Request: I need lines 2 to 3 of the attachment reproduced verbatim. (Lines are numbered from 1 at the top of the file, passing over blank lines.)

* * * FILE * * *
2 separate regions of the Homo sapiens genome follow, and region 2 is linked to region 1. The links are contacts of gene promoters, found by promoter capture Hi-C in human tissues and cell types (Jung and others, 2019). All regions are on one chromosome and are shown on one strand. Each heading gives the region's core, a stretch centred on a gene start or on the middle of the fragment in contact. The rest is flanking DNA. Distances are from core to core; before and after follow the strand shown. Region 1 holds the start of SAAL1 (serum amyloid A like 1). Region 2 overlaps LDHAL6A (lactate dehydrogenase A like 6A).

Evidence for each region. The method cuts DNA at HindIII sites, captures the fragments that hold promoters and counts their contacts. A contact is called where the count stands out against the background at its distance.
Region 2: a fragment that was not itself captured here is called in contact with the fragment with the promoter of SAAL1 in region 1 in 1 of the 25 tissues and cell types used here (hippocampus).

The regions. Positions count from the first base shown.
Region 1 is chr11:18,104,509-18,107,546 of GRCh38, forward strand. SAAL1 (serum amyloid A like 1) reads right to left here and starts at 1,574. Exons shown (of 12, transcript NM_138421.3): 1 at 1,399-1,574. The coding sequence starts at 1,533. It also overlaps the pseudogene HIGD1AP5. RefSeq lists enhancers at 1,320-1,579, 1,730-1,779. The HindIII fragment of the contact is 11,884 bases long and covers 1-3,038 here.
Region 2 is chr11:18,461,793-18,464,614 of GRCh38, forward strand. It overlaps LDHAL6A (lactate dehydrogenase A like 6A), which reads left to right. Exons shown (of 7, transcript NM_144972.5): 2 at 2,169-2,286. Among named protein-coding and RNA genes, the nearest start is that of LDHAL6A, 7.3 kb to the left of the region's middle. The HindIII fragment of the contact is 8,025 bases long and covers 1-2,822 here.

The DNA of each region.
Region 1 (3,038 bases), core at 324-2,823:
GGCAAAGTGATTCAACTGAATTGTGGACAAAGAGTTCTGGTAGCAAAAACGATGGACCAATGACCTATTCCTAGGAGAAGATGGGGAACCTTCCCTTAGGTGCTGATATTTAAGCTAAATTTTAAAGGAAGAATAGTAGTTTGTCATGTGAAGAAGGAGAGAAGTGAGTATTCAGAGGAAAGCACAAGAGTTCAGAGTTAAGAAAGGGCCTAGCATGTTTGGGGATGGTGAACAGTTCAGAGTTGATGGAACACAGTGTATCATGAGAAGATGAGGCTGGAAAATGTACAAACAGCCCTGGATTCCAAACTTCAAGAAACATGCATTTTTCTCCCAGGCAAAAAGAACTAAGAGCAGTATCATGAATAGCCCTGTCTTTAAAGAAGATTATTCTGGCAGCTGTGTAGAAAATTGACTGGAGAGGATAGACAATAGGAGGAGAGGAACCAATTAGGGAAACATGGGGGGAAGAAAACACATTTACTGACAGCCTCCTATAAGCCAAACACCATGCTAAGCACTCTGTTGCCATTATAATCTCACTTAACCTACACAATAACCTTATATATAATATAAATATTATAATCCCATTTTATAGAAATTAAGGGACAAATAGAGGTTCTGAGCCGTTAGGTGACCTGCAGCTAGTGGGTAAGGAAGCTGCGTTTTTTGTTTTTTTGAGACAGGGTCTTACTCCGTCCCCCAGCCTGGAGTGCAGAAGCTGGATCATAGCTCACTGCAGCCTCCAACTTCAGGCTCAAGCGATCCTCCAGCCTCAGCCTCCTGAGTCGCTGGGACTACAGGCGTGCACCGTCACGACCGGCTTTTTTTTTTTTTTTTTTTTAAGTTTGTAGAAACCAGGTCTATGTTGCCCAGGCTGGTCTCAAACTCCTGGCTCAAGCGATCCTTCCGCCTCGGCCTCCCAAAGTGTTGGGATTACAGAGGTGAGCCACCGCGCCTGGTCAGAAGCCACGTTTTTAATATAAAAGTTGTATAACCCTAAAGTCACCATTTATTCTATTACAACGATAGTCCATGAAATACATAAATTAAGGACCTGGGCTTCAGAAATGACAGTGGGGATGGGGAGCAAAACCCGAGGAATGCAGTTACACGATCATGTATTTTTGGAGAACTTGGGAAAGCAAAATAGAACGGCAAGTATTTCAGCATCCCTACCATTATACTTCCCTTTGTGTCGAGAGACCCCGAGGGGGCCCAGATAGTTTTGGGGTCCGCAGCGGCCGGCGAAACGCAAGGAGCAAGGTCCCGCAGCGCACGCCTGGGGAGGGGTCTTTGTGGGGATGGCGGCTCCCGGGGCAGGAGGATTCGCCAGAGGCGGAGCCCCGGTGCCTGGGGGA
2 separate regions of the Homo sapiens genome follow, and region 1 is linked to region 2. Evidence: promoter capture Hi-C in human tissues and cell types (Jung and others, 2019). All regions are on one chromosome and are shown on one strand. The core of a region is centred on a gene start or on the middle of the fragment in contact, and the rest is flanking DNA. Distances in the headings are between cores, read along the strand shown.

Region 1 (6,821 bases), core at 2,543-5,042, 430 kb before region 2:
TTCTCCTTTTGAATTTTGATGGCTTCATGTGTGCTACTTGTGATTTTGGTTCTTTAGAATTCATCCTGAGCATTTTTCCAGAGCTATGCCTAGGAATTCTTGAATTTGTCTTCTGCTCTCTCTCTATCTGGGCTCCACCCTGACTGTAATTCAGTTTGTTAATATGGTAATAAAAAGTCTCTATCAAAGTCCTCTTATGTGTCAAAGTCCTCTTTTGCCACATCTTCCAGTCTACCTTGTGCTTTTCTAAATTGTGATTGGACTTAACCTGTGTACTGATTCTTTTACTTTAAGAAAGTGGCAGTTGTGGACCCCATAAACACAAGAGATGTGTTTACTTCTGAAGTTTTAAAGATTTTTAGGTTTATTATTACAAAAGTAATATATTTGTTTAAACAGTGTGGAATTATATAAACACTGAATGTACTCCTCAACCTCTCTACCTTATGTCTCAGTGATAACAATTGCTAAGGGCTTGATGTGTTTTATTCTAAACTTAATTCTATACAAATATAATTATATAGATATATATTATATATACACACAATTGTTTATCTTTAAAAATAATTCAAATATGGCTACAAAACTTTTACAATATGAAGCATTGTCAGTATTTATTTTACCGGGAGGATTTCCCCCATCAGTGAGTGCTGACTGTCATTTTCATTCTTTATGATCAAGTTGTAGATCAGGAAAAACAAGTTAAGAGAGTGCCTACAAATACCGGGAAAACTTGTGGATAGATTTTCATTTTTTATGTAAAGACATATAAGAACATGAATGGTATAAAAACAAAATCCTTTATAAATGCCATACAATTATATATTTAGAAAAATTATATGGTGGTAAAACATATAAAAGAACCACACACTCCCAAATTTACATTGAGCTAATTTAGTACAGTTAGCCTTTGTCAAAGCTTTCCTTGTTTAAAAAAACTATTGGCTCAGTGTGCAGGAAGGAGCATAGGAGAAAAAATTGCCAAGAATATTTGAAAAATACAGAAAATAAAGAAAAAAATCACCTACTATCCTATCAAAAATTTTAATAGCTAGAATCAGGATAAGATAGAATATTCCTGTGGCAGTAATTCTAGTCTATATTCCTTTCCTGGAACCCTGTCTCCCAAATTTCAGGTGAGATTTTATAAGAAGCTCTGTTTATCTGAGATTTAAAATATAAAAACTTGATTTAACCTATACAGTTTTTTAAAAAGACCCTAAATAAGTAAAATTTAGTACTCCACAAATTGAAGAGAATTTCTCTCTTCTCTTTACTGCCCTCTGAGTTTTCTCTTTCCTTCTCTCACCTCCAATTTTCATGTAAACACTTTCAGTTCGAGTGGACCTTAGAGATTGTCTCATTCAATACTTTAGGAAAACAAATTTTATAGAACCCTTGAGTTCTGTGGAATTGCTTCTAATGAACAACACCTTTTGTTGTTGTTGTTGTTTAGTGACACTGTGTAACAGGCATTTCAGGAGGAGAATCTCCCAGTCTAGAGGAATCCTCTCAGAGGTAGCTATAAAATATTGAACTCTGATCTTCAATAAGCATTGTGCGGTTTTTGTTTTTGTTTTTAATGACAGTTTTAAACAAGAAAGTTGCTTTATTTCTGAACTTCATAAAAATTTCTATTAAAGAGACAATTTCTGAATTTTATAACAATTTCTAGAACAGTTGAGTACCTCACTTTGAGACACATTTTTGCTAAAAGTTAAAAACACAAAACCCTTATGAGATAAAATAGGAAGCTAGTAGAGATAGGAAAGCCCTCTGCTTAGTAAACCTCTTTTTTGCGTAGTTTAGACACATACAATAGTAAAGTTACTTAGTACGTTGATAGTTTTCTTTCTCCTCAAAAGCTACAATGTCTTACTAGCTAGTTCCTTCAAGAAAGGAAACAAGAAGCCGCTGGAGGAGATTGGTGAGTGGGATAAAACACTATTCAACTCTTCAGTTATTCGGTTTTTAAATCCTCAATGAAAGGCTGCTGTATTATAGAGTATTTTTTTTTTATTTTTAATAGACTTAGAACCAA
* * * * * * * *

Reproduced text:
Evidence for each region. The method cuts DNA at HindIII sites, captures the fragments that hold promoters and counts their contacts. A contact is called where the count stands out against the background at its distance.
Region 2: a fragment that was not itself captured here is called in contact with the fragment with the promoter of SAAL1 in region 1 in 1 of the 25 tissues and cell types used here (hippocampus).